Thursday, May 7, 2020

Tone deaf writing about fears of pandemic and public speaking

In this time of pandemic, we might hope public speaking experts would quit making their tired old claims that public speaking is our great (or even our greatest) fear. Ignoring fear of the pandemic is both tone deaf and arrogant.

On May 4, 2020 at Decker Communications there was a blog post by Ben Decker titled Fear which annoyingly left off pandemic but said that:

“Public speaking is even more terrifying than shark attacks or fear of heights for most people.

Some context: It’s well-known that ‘public speaking’ has always been a fear for most people. It’s considered the #1 fear on some lists, even more terrifying than shark attacks or fear of heights.”

There is data from the 2017 and 2018 Chapman Survey of American Fears that covers this topic. As shown above in a table, rankings based on Fear Scores do not support Decker’s claim and neither do rankings based on percentages (for Very Afraid plus Afraid). Pandemic or a major epidemic outranks heights, which outranks sharks, which outranks public speaking. (Corrupt government officials came way first). Public speaking isn’t terrifying – based on the Fear Scores the average level of fear is just below Slightly Afraid. Back on October 29, 2017 I blogged about What do Americans fear most? Fear Scores from the 2017 Chapman Survey of American Fears.
Another second recent bad example is a 9-1/2 minute YouTube video posted on April 6, 2020 by Stan Phelps titled How to be loud and clear when presenting (Book preview of Silver Goldfish) in which he states:

“…And let’s start with the problem. Here’s the problem. Speaking and presenting is our number one fear as human beings. In fact it’s greater than the fear of dying.”

As far as I know there never has been a fear survey of all human beings (our whole planet). What we have instead is some national surveys. Stan has both an MBA and a JD, and has the Certified Speaking Professional credential from the National Speakers Association. His bogus widening of  the scope is NOT what you would expect from a professional.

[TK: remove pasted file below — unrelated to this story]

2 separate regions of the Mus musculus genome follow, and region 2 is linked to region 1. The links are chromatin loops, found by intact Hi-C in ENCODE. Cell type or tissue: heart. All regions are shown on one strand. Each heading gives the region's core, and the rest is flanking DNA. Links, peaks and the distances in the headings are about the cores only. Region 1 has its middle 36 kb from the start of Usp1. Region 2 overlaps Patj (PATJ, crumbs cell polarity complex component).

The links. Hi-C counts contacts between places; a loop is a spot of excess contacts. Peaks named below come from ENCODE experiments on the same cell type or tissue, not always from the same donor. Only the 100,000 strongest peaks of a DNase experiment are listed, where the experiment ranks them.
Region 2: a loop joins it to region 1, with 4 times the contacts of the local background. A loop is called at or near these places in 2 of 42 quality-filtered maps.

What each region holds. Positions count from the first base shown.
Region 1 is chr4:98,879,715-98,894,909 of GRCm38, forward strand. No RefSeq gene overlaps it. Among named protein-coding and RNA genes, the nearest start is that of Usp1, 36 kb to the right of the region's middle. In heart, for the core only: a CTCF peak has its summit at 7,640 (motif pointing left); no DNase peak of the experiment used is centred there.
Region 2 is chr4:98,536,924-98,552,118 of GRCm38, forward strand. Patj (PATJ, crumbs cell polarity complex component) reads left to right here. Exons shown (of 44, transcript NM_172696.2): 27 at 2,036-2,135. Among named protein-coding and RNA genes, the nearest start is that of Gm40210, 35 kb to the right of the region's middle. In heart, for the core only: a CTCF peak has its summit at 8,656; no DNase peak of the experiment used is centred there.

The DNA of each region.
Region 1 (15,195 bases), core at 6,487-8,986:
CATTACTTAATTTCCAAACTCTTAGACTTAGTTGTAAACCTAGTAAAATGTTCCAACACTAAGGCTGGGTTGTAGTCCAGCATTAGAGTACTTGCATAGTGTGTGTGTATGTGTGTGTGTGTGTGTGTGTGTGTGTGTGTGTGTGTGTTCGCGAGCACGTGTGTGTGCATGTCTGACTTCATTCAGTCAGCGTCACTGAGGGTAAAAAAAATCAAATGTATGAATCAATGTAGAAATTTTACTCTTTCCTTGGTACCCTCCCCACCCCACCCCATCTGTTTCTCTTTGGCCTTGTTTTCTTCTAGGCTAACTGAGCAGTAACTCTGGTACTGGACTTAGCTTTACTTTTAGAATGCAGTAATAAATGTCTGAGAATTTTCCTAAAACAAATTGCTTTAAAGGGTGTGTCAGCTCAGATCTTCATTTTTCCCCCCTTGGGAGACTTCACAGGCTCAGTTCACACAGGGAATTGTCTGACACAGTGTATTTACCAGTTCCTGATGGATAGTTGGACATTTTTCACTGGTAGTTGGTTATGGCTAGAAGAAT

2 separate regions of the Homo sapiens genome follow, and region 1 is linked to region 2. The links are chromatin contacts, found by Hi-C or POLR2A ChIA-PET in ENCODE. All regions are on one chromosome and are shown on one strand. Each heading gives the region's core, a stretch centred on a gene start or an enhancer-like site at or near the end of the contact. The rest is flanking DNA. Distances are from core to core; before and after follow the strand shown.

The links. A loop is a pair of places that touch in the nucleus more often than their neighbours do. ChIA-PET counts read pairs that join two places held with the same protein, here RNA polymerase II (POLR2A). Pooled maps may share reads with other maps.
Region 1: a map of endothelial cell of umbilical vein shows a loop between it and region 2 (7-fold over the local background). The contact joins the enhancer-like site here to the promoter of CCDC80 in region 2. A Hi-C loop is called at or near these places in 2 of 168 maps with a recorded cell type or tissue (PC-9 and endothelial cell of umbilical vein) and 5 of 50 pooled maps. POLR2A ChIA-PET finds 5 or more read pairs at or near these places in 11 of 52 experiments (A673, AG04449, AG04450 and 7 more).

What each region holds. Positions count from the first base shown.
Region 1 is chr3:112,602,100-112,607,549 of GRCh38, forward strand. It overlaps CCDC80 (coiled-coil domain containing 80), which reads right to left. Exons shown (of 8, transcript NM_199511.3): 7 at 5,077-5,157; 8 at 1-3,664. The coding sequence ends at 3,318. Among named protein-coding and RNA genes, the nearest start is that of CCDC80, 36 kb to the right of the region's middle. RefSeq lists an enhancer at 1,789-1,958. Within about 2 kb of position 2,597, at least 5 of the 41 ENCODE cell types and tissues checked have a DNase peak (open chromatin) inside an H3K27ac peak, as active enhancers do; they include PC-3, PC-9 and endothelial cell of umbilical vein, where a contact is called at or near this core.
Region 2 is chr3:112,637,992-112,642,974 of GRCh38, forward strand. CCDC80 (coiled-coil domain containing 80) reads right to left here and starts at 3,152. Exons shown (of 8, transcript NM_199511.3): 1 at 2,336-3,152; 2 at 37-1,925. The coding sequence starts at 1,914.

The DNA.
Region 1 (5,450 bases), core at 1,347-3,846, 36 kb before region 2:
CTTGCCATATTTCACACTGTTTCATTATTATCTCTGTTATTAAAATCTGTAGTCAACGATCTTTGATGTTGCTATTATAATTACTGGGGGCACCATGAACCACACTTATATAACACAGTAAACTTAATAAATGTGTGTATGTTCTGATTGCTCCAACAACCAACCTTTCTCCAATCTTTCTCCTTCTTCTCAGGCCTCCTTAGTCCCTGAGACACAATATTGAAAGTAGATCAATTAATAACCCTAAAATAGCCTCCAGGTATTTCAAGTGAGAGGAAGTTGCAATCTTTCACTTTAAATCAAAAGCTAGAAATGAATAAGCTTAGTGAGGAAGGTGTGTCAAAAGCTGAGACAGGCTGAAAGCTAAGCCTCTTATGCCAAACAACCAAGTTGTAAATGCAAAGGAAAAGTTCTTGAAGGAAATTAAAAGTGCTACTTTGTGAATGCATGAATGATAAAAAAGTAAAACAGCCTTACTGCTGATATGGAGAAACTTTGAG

A third example is an article by Ryan Jenkins at Entrepreneur on April 1, 2020 titled Why you fear public speaking and how to overcome it which opened by claiming:

 “Public speaking continues to be a top fear of humanity.”

He linked to another article by Glenn Croston at Psychology Today on November 29, 2012 titled The thing we fear more than death.

Back in 1973 a polling firm in New Jersey did a survey about fears in the U.S. that was described far away (London) in a newspaper article, and eventually wound up being published in 1977 in a trivia collection called The Book of Lists. In 1992 comedian Jerry Seinfeld had a comedy routine very loosely based on it. The second most popular post at this blog was back on October 27, 2009 and titled The 14 Worst Human Fears in the 1977 Book of Lists: where did this data really come from? Note that sickness (18.8%) barely outranks death (18.7%) but never gets talked about.

No comments: